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  • Fig Cuttings

    Please share with me your experiences. When you take a cutting do you prefer the lower thicker cutting that has been cut at both ends or do you prefer the, possibly thinner, tip or terminal cutting?


    Really happy with what I have.

  • #2
    I'm find that my thicker cuttings are doing better, not drying out.
    Zone 7a in Virginia


    • #3
      Ian, I also prefer the thicker cutting myself. That doesn't mean I'll turn away the thinner terminal ones. I just find them a little harder to root.
      Dave- Waterford, Ct. Zone 6a


      • #4
        The thicker cuttings have more enery stored and are therefore easier, they are more tolerant to less then optimal environment and care. The thinner ones have just as much chance at being successful, yet having less energy there is minimal margin for error.

        I concur that thicker is better, however, I will try with anything I get.
        Scott - Colorado Springs, CO - Zone 4/5 (Depending on the year) - Elevation 6266ft

        “Though the problems of the world are increasingly complex, the solutions remain embarrassingly simple.” – Bill Mollison


        • #5
          Through my experience with Lots of purchases and losses, I have found that I do not have much or any success with pithy new growth. I have much better success with older cuttings that have been lignified and not green, so that's not the tips usually and further down towards the base. I wish I could tell what I was getting before the purchase. I am still new at this and I'm sure others are able to root new growth, I have better success with older fatter cuttings probably because they have more stored energy and are more forgiving to all mistakes. This is just my opinion ...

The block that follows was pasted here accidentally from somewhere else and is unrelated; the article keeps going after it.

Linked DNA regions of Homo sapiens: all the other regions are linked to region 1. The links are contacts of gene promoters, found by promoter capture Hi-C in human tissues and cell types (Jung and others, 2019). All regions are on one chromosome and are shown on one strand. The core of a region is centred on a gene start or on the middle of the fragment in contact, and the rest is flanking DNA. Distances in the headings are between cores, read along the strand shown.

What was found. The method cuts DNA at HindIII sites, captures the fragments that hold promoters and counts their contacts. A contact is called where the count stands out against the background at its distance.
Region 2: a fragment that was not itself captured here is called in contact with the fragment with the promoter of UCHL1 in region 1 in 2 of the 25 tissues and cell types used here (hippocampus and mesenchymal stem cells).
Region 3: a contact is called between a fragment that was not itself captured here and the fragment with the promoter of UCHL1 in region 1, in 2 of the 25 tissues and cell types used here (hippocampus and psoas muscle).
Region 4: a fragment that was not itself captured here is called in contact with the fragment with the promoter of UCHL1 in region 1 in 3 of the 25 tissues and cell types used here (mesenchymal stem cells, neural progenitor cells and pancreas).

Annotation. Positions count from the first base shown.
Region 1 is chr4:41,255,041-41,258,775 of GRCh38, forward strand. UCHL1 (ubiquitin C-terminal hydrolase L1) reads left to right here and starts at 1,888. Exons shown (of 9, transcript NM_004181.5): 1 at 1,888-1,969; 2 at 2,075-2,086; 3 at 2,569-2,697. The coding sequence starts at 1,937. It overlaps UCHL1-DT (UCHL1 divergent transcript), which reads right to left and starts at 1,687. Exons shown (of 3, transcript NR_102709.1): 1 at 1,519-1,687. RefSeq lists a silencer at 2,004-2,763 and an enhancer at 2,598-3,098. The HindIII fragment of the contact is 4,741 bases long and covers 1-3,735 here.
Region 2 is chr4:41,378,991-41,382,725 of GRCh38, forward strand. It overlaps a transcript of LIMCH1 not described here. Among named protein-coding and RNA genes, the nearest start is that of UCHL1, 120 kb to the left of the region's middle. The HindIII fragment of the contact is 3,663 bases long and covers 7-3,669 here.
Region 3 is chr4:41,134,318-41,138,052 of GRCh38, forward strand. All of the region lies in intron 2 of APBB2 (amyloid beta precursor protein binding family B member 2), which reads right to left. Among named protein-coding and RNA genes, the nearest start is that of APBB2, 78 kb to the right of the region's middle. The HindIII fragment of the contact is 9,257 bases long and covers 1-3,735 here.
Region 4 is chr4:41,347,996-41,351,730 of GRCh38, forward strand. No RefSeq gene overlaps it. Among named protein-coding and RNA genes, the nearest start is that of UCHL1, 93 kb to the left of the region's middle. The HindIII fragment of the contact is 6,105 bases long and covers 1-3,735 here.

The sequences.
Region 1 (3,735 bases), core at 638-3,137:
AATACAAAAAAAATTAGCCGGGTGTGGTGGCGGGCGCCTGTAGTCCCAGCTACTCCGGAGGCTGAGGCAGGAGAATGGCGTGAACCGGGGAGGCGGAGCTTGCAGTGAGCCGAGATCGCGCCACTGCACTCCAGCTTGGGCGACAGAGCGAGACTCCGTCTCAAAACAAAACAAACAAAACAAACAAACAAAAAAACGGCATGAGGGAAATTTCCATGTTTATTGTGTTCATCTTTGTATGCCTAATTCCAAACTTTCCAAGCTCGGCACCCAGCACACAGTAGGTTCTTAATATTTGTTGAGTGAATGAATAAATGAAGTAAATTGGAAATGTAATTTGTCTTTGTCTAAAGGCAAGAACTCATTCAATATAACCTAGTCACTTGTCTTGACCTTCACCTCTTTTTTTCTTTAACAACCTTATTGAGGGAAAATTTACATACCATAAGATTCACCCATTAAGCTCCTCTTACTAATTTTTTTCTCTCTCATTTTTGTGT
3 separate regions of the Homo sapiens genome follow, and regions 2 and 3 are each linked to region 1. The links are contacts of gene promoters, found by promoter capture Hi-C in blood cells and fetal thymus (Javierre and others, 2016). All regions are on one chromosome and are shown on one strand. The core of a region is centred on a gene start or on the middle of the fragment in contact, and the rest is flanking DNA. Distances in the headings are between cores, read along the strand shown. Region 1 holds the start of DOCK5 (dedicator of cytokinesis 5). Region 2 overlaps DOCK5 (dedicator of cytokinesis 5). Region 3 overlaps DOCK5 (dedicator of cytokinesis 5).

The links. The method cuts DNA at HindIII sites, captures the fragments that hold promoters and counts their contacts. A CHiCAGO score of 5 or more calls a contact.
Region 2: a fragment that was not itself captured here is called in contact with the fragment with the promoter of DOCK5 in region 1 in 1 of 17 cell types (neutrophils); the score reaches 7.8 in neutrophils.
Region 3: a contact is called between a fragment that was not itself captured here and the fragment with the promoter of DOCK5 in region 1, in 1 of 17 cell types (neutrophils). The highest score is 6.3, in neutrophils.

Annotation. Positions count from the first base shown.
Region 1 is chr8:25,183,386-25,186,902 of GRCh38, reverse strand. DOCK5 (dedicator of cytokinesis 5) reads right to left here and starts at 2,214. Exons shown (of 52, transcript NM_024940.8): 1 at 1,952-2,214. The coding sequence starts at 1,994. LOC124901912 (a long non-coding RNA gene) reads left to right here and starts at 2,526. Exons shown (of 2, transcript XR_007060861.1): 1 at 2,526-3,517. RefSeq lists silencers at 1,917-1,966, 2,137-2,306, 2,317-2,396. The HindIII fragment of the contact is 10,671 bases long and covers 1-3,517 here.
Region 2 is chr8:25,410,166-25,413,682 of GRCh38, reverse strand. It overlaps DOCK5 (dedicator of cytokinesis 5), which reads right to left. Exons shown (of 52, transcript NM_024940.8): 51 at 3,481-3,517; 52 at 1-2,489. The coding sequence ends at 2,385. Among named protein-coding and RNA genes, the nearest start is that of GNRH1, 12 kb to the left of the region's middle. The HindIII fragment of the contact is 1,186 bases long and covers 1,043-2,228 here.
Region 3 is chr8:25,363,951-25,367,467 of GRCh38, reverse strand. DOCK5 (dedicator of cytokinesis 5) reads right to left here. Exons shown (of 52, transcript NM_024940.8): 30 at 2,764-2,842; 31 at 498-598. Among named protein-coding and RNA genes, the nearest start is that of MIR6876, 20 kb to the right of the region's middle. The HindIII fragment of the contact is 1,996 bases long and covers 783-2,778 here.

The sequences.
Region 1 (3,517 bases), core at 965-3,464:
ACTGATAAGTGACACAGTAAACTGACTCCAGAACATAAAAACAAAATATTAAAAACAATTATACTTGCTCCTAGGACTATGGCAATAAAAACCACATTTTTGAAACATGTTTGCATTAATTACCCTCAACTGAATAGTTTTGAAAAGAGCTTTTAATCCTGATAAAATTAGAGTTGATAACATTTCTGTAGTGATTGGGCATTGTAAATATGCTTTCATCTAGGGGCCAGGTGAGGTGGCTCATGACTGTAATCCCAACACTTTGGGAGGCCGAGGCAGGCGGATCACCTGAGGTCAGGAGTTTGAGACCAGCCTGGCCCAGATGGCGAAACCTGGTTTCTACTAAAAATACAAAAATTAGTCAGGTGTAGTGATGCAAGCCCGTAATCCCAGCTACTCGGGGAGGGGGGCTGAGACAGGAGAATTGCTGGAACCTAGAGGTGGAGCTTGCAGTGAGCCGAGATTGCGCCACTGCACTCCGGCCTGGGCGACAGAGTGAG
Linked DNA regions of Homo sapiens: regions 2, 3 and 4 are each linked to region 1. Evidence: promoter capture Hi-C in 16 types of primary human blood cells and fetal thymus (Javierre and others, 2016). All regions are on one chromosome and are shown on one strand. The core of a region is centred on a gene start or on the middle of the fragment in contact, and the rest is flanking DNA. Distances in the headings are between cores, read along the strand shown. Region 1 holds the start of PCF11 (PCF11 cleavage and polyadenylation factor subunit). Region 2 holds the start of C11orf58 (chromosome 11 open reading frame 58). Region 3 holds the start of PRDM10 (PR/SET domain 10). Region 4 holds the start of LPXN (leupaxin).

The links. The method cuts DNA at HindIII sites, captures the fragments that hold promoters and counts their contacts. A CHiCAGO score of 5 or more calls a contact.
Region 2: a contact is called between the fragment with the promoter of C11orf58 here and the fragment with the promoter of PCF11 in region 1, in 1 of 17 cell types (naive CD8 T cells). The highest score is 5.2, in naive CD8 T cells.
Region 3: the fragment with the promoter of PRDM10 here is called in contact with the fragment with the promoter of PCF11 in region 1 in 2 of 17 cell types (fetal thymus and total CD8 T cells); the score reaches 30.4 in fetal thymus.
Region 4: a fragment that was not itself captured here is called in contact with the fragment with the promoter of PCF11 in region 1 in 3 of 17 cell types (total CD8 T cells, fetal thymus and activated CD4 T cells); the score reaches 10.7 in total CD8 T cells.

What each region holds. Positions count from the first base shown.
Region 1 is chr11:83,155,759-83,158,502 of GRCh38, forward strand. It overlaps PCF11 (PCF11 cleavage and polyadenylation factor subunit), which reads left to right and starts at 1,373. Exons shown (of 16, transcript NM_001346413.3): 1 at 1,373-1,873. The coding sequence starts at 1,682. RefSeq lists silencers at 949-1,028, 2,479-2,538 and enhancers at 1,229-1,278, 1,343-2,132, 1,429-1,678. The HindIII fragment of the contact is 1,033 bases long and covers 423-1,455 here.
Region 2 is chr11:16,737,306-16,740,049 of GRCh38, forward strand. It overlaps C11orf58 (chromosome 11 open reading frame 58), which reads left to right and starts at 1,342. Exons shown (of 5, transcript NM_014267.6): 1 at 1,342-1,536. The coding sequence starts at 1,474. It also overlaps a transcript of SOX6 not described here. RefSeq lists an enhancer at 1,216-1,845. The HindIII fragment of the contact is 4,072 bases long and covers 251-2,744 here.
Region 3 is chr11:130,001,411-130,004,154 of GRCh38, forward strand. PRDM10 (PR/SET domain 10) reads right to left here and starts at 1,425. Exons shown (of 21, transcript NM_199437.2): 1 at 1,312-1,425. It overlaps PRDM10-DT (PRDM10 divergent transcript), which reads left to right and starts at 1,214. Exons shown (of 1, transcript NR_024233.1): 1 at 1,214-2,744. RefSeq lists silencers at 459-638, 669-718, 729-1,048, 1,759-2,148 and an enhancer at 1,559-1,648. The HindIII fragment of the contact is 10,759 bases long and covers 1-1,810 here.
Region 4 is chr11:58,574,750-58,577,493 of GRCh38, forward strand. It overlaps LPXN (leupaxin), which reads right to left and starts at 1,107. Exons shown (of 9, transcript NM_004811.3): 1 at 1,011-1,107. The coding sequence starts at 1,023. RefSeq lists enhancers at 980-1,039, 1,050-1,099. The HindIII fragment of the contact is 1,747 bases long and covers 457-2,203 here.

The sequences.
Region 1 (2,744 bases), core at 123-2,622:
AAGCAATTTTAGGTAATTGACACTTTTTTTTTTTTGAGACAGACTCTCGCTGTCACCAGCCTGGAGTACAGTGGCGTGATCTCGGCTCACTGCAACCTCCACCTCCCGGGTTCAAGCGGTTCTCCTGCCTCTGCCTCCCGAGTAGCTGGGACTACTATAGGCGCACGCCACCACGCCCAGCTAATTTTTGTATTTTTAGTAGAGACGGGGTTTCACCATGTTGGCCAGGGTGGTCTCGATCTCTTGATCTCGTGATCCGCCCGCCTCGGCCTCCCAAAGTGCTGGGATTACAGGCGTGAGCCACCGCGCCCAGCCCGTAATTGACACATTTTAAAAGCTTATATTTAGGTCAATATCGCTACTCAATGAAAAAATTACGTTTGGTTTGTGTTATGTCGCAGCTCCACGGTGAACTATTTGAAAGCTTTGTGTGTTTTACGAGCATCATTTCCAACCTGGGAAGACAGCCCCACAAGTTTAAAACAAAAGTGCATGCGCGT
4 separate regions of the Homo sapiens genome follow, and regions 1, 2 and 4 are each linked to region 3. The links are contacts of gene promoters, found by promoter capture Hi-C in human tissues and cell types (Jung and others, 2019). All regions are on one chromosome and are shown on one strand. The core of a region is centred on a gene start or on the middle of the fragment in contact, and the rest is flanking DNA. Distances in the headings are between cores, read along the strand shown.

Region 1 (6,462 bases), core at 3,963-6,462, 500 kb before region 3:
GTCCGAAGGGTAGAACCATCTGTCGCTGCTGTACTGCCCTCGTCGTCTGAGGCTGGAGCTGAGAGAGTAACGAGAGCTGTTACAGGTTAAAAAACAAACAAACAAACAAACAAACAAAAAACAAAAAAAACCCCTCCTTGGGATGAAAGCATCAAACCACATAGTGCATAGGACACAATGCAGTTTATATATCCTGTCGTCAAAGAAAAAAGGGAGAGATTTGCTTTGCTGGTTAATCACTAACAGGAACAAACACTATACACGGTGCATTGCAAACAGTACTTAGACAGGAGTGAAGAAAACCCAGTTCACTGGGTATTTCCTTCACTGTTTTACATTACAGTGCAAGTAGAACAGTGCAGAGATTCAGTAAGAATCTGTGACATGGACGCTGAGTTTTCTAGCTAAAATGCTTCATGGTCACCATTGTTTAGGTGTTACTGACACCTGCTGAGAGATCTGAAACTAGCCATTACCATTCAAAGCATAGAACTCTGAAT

WL: English Brown turkey, Improved celeste, Ishia Black, Cravens Craven, Fico Preto, CDD Roja, golden riverside, Violette de Sollies, White Madiera, I 258,


          • #6
            To me they all root the same. Lignified growth is better than green growth but tip vs lower is not. Thicker cuttings typically take longer to root for me but they root perfectly well. Cuttings from wood 3 years or older can take a lot longer to produce shoots, sometimes over a year.
            Bob C.
            Kansas City, MO Z6


            • The Figster
              The Figster commented
              Editing a comment
              Great insight, thank you